Common Regulations under the Madrid Agreement and Protocol

The Madrid Agreement and Protocol are international treaties that establish a system for the international registration of trademarks. These treaties provide a harmonized system that simplifies the procedure of registering trademarks in multiple countries. The Madrid system has become one of the most widely used systems for securing trademark protection globally.

Under the Madrid Agreement and Protocol, there are some common regulations that govern the international registration of trademarks. These regulations include:

1. One application for multiple countries: One of the significant benefits of the Madrid system is that an applicant can file one application in a single language for multiple countries. This simplifies the registration process and makes it more cost-effective for the applicant.

2. Central authority: The World Intellectual Property Organization (WIPO) acts as the international registering authority for the Madrid system. WIPO reviews the applications and forwards them to the designated national trademark offices for examination.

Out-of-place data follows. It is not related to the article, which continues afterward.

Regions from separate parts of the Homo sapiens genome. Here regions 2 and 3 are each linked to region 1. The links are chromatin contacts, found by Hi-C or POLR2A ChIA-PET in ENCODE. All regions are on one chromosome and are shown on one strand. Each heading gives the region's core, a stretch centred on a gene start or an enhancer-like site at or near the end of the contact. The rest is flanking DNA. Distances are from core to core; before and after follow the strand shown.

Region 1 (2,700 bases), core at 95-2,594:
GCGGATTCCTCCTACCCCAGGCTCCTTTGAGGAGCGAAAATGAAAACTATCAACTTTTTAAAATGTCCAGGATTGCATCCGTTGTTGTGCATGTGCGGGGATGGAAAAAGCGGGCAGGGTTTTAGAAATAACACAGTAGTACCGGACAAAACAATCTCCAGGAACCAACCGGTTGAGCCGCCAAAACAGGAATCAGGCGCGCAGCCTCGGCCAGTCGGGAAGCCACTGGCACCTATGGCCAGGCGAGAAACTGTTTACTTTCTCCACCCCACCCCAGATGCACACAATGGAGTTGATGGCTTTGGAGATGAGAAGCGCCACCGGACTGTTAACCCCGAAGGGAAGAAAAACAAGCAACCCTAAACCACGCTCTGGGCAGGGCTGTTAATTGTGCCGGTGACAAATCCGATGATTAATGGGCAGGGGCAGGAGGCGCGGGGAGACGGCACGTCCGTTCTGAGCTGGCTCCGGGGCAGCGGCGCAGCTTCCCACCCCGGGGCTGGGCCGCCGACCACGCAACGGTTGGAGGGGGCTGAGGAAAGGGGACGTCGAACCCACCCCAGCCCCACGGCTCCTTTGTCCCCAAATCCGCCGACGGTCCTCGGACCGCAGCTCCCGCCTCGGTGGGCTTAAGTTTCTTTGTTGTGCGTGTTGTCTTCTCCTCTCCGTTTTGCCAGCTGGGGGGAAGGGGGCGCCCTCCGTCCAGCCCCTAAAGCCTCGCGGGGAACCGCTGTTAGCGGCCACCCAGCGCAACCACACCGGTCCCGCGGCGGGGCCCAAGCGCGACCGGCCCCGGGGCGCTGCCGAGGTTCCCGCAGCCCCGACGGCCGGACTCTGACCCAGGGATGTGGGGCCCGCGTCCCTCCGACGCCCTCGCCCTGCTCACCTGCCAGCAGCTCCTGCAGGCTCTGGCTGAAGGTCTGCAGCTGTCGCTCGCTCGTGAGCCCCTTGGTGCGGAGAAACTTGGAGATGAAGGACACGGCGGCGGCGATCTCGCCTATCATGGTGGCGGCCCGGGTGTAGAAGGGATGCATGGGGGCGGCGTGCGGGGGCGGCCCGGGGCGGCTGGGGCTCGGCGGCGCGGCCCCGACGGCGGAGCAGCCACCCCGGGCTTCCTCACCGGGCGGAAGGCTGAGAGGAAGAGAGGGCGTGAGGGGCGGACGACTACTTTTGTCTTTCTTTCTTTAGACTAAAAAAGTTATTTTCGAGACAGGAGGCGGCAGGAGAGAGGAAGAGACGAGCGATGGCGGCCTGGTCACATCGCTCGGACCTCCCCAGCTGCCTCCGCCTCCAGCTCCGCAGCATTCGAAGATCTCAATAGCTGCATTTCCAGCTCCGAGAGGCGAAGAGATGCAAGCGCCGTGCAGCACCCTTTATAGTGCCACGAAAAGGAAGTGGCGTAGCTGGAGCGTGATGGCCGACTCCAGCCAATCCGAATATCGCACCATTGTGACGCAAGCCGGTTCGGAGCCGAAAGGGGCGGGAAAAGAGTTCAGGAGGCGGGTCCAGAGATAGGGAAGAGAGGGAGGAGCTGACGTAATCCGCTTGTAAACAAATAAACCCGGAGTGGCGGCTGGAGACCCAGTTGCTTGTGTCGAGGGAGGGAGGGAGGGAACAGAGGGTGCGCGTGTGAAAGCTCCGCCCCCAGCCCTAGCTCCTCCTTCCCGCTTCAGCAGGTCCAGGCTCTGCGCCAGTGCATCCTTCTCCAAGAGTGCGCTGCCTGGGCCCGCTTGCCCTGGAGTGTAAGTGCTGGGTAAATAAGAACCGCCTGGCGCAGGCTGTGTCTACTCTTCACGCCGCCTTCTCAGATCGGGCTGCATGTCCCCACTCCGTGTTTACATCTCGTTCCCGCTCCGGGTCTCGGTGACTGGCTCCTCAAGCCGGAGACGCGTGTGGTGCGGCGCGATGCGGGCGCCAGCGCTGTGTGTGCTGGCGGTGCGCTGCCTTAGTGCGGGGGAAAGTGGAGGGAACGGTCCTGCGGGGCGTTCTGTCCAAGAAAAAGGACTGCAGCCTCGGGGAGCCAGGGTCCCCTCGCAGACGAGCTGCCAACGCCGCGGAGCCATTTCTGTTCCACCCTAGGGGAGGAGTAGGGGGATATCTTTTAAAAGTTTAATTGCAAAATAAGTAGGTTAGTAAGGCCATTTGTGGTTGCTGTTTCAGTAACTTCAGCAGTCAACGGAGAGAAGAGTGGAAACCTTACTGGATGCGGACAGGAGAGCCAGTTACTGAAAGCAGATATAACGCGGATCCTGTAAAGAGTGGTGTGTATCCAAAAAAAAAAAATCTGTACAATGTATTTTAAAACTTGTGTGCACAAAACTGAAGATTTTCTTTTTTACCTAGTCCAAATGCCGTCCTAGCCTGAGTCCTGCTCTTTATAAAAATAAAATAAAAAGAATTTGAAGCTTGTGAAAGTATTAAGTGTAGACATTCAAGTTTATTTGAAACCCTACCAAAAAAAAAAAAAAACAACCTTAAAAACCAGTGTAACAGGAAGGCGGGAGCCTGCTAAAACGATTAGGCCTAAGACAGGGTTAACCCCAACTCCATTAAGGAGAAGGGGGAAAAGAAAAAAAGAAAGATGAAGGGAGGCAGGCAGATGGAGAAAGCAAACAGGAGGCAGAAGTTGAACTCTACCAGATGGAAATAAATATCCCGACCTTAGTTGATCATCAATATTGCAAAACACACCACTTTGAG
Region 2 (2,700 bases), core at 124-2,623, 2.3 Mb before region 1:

3. Examination of the application: The national trademark office of each country designated in the application will examine the trademark application based on their national laws. If the trademark is found to be acceptable, it will be protected in that country.

4. Refusal of protection: If a country refuses to grant protection to the trademark, the registration may be refused entirely or partially. In such cases, the applicant may have to file a separate application for that country.

5. Duration of protection: The registration of a trademark under the Madrid system is valid for ten years from the date of registration. The registration can be renewed after ten years for further ten-year periods.

6. The scope of protection: The protection granted to a trademark under the Madrid system is limited to the goods and services specified in the application. The protection does not extend to goods or services that are not explicitly listed in the application.

7. Territorial limitations: The Madrid system covers only countries that are members of the Madrid Agreement and Protocol. Therefore, the scope of protection is limited to those countries designated in the application.


The Madrid Agreement and Protocol have provided a simplified and cost-effective mechanism for registering trademarks in multiple countries. The common regulations governing the international registration of trademarks provide a harmonized system that ensures that trademarks receive equal protection in different countries. It is important to understand these regulations when filing an international trademark application to ensure the proper protection of your trademark.

Comments are closed.